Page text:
If you are interested more about hiphop and business, I recommend reading “The Big Payback: The History of The Business of Hip-Hop”, a brilliant book by Dan Charnas. It has great coverage of Wu-Tang Clan as well. Besides that I also recommend listening to Wu-Tang Clan regularly. It is good for you.

Tagged , , , , , , ,

Streaming Services Are The Last Hope of Music Industry

Last week Taylor Swift has been applauded as a crusader of music rights as she withdraw her album from Spotify:

“[People] can still listen to my music if they get it on iTunes. I’m always up for trying something. And I tried it and I didn’t like the way it felt. I think there should be an inherent value placed on art. I didn’t see that happening, perception-wise, when I put my music on Spotify. Everybody’s complaining about how music sales are shrinking, but nobody’s changing the way they’re doing things. They keep running towards streaming, which is, for the most part, what has been shrinking the numbers of paid album sales”

Taylor Swift´s comment is just a hypocrite sugarcoating of a smart business move and a great marketing stunt. She is still able make a platinum-selling album (the only one this year for that matter), so she concentrated on maximizing the physical sales. She would have left her albums in Spotify, if they had paid her more through premium service. She is smart businesswoman, so she definitely did the right thing for herself (proven by those platinum sales). It is not clear though, would she make even more money if she would have left her album in Spotify?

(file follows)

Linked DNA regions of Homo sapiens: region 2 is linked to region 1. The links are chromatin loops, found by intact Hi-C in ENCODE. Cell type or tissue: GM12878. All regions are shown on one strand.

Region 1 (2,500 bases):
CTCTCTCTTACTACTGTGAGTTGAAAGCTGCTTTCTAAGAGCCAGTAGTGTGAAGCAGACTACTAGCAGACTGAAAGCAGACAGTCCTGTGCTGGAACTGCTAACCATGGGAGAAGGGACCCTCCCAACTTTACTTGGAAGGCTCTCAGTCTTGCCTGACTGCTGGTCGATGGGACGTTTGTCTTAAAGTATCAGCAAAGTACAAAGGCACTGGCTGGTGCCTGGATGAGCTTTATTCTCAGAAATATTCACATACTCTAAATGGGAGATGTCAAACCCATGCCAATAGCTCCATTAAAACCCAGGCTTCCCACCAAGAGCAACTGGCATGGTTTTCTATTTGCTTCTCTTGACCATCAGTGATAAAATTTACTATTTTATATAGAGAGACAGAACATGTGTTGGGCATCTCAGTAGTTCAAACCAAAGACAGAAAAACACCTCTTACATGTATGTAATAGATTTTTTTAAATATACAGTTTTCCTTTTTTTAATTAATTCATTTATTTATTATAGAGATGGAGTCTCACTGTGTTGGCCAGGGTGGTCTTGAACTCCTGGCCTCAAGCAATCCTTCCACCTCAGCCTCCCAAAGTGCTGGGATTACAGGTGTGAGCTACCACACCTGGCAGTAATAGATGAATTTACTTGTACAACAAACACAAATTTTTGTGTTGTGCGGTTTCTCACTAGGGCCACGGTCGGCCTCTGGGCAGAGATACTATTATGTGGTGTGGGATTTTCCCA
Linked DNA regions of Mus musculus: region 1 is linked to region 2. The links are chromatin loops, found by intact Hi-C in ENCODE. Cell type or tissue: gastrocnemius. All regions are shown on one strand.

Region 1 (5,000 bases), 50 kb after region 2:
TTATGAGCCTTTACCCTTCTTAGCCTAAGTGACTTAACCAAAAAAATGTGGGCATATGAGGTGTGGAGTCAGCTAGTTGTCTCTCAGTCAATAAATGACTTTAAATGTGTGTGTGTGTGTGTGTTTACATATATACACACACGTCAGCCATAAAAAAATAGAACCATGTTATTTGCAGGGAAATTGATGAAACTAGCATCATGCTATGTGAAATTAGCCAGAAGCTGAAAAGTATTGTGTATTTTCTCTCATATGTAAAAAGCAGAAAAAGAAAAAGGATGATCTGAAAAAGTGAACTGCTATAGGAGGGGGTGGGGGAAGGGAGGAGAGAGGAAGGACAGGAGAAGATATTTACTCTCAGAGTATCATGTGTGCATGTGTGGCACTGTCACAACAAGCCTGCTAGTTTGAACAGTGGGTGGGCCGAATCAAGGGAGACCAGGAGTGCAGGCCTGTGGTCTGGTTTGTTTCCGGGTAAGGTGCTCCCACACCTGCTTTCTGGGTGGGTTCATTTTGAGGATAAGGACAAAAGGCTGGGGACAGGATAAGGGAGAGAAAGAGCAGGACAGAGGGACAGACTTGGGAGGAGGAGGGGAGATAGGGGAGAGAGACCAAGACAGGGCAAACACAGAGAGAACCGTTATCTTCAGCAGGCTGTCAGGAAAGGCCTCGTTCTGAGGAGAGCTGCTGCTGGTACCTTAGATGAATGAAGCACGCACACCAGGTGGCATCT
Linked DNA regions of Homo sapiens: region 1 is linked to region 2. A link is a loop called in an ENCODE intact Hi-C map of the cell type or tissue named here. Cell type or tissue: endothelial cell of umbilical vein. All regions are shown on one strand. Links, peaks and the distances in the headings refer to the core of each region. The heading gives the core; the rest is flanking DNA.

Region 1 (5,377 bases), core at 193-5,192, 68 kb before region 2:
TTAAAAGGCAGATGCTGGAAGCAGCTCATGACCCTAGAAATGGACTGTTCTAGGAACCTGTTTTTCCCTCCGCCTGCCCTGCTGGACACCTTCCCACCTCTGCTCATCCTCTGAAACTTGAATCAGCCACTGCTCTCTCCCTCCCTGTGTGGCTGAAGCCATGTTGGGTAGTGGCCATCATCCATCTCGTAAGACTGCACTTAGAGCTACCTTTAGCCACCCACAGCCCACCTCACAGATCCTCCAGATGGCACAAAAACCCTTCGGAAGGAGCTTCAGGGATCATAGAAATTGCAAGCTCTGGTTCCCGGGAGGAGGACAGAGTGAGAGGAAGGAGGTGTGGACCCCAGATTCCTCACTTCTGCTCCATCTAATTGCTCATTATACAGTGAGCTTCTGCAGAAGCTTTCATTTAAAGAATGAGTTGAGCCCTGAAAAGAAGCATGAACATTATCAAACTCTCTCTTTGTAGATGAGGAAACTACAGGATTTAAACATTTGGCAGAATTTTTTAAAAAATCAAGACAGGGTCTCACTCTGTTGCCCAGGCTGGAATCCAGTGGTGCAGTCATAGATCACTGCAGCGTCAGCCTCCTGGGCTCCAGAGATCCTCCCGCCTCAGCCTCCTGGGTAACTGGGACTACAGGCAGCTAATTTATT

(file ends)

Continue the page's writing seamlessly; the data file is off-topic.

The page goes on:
The last point of the quote is however just pure stupidity. Paid album sales have been shrinking way before no one had ever imagined music streaming. Streaming services kill downloads (both legal & illegal), because downloads are inferior format. Music streaming has been a truly a blessing for music industry. I might listen the new Taylor Swift album once on Spotify because all the publicity. She would get something out of that listening, but more than from me not listening that album or using BitTorrent. I would not buy or even illegally download that album in any case, because I am not that interested. Big stars benefit more from lurker listeners than smaller artists.

Essentially there is only one important thing to really understand about current music industry:

People will not be paying for physical music anymore. Period.

This is called progress and you cannot stop it. Taylor Swift is an outlier with her platinum sales. Increase of vinyl record sales is just a too well covered hipster activity. You have to be a total moron to think that vinyl sales could help even slightly the struggling music industry. The real question is: are people willing to pay for streaming services? They are the last resort to make any money from the actual songs. Currently it seems positive and with the launch YouTube Music Key, there is enough competition to keep it interesting for the near future.

It is naturally disheartening to read about that Iggy Pop cannot live with his music or how little Aloe Blacc gets royalties from writing one of the biggest songs of the year:

Avicii’s release “Wake Me Up!” that I co-wrote and sing, for example, was the most streamed song in Spotify history and the 13th most played song on Pandora since its release in 2013, with more than 168 million streams in the US. And yet, that yielded only $12,359 in Pandora domestic royalties— which were then split among three songwriters and our publishers. In return for co-writing a major hit song, I’ve earned less than $4,000 domestically from the largest digital music service.